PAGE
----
Call for support for appropriate infant and young child feeding in Haiti
NEW YORK, 21 January 2010 – During emergency situations, disease and death rates among under-five children are higher than for any other age group; the younger the infant the higher the risk. Mortality risk is particularly high because of the combined impact of a greatly increased prevalence of communicable diseases and diarrhoea and soaring rates of under-nutrition. Appropriate feeding and care of infants and young children is essential to preventing malnutrition, morbidity and mortality.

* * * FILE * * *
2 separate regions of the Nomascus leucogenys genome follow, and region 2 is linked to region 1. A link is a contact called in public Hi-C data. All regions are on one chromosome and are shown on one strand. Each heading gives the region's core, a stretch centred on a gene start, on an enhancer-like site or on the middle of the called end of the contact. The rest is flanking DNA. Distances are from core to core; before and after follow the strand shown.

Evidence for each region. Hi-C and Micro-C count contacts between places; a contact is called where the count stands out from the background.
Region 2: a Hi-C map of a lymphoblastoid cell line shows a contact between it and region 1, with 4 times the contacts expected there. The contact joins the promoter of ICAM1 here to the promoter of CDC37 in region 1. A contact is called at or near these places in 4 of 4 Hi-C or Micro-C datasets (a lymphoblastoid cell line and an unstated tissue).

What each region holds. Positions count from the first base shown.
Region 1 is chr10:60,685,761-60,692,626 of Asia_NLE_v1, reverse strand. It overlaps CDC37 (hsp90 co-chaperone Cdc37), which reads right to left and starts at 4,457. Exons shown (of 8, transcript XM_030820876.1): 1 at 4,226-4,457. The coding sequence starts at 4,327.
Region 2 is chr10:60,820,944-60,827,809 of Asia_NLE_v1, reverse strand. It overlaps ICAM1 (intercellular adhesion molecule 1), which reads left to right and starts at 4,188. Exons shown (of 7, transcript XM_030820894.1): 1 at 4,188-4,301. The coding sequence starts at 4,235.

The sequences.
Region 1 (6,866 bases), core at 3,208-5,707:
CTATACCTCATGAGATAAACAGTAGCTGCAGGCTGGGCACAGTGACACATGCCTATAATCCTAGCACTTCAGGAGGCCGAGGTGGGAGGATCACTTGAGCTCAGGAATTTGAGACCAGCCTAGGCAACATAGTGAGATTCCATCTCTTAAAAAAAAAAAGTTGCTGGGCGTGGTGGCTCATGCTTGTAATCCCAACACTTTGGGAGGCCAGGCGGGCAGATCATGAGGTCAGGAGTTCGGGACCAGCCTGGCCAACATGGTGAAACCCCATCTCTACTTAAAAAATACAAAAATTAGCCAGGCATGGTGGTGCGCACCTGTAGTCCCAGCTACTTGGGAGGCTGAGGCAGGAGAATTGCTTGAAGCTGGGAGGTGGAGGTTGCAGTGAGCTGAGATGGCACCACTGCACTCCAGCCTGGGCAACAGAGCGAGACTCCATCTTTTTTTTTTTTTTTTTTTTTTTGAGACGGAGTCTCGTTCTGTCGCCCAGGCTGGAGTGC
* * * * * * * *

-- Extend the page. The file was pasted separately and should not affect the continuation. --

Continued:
Major health problems among Haitian children, which have been exacerbated by this crisis, are acute and chronic malnutrition and communicable diseases. Given the structural damage caused by the earthquake to water supply systems, there is an additional risk of water borne diseases affecting large numbers of the urban, rural and displaced populations. Many infants and young children have been orphaned or separated from their mothers. Risks to children in Haiti are exacerbated by pre-earthquake poor infant and young child feeding practices and malnutrition. In this emergency situation, the lifeline offered by exclusive breastfeeding to children for the first six months of life and continued breastfeeding with complementary feeding for two years or more is of utmost importance and must be protected, promoted and supported as much as possible.